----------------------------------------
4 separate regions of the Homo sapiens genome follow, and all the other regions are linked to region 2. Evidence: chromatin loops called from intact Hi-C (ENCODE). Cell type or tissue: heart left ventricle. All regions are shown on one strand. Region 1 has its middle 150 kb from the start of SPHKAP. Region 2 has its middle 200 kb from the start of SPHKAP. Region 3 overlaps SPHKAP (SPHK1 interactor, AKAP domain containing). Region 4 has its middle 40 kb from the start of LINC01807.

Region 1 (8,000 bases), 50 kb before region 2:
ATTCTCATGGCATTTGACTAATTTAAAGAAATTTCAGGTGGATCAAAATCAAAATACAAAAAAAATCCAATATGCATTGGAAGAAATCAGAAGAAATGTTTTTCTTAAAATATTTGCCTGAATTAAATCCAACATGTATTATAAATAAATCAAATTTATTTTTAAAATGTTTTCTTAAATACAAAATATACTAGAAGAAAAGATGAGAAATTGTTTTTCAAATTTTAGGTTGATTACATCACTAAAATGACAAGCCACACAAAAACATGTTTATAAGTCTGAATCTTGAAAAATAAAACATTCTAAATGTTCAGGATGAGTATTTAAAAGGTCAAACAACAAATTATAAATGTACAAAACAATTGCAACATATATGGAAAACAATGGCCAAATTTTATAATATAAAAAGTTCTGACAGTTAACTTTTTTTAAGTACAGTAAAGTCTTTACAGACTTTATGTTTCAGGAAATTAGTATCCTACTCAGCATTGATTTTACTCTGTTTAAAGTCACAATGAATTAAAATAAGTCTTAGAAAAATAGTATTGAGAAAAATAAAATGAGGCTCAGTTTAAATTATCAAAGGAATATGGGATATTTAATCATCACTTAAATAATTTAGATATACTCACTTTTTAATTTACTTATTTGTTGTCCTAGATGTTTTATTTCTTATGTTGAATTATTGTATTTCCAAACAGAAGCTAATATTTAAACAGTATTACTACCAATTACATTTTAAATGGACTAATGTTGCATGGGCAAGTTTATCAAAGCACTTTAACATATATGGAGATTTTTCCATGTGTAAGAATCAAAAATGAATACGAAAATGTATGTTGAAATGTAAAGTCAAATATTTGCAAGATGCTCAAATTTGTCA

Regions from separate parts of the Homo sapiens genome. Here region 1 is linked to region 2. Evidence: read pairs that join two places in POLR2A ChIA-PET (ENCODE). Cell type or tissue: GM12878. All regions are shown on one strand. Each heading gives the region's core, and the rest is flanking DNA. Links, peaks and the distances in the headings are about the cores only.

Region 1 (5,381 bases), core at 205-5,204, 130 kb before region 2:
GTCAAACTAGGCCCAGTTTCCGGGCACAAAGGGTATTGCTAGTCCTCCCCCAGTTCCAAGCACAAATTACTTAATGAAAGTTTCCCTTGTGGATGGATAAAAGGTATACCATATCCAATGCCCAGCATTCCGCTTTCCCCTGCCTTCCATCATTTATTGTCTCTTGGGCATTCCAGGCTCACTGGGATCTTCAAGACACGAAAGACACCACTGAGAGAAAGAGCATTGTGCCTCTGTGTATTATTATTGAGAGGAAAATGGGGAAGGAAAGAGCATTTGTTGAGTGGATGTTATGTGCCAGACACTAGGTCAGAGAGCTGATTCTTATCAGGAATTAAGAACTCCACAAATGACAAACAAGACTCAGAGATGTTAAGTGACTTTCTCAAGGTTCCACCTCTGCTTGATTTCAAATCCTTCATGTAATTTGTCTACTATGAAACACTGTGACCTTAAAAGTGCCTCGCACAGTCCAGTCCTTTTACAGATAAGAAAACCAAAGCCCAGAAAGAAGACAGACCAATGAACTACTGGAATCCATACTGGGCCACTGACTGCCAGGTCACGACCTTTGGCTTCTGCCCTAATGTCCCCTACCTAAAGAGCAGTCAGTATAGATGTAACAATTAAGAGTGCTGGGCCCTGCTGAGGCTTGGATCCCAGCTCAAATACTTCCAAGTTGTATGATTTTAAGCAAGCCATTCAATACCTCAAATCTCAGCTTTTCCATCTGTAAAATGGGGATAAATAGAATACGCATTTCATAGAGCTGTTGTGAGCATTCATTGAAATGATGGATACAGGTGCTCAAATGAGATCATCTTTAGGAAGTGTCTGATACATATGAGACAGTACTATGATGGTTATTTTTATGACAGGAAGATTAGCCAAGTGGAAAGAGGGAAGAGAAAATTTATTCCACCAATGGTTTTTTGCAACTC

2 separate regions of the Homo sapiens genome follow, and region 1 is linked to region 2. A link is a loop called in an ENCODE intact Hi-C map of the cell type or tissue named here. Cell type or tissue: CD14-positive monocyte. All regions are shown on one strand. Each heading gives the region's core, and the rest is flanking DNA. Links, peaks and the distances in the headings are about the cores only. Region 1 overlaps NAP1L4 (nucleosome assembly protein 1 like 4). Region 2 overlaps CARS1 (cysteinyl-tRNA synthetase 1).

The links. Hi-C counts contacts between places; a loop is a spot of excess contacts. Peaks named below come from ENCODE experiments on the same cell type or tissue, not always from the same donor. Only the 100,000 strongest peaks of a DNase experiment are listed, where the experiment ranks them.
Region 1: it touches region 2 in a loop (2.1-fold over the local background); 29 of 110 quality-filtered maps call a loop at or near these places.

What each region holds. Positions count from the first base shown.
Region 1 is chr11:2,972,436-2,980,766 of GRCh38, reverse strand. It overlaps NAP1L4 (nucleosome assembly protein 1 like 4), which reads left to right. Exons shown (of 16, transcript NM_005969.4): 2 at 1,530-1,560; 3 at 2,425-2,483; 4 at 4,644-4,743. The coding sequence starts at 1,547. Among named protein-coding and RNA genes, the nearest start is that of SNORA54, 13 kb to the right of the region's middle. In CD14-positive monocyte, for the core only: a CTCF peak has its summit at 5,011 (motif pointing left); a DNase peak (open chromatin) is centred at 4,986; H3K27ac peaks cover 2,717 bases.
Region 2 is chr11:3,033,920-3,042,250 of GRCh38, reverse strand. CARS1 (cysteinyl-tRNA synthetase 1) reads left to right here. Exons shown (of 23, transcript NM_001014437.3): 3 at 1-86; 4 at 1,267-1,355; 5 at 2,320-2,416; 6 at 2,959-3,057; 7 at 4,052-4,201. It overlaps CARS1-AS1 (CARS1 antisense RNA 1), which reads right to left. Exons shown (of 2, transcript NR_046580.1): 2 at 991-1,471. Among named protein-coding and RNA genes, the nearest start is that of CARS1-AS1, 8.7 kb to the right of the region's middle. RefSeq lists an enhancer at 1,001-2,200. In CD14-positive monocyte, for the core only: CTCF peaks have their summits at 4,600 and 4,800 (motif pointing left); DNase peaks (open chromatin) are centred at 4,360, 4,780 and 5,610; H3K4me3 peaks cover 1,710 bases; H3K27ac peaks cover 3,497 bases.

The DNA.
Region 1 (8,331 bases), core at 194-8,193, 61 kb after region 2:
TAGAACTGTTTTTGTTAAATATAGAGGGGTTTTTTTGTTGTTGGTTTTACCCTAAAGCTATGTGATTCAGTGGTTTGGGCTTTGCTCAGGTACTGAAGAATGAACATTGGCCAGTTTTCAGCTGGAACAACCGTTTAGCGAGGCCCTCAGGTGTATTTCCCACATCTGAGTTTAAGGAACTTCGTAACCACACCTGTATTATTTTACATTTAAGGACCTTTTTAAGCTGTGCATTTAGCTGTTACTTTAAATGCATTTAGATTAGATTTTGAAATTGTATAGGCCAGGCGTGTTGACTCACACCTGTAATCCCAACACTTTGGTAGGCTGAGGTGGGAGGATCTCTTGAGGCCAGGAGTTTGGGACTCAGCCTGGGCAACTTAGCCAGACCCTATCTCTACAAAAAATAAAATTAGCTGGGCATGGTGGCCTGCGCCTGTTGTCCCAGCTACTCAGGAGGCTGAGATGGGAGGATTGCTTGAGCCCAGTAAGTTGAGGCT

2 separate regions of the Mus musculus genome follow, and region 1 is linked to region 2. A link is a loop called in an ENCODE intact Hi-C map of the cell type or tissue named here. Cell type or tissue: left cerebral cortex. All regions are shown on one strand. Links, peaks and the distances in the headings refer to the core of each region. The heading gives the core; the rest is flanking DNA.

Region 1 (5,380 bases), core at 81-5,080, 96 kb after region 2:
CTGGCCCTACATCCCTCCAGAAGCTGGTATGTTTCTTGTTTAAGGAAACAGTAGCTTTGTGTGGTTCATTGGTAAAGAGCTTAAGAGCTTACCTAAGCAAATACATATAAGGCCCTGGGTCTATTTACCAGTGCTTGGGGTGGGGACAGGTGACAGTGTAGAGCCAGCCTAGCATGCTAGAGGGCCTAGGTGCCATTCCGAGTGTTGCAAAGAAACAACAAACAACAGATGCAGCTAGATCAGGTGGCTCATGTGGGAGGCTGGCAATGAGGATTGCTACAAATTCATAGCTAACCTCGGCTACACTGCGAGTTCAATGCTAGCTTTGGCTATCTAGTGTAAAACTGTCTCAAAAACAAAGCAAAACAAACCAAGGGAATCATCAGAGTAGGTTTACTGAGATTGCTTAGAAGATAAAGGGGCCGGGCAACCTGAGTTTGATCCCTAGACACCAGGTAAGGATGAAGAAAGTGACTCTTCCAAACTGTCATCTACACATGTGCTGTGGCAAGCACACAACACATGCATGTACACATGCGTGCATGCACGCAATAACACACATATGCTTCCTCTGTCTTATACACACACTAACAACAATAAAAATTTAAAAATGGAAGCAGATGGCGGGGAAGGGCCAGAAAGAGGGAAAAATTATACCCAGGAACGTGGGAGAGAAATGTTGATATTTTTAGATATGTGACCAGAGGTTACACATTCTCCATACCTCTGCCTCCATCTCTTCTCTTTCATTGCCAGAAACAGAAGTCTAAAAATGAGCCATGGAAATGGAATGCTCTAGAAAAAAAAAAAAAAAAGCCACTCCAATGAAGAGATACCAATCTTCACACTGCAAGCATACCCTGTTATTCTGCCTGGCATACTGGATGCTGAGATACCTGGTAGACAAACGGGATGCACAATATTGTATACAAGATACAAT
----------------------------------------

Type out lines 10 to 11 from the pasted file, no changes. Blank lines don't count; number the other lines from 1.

What each region holds. Positions count from the first base shown.
Region 1 is chr11:2,972,436-2,980,766 of GRCh38, reverse strand. It overlaps NAP1L4 (nucleosome assembly protein 1 like 4), which reads left to right. Exons shown (of 16, transcript NM_005969.4): 2 at 1,530-1,560; 3 at 2,425-2,483; 4 at 4,644-4,743. The coding sequence starts at 1,547. Among named protein-coding and RNA genes, the nearest start is that of SNORA54, 13 kb to the right of the region's middle. In CD14-positive monocyte, for the core only: a CTCF peak has its summit at 5,011 (motif pointing left); a DNase peak (open chromatin) is centred at 4,986; H3K27ac peaks cover 2,717 bases.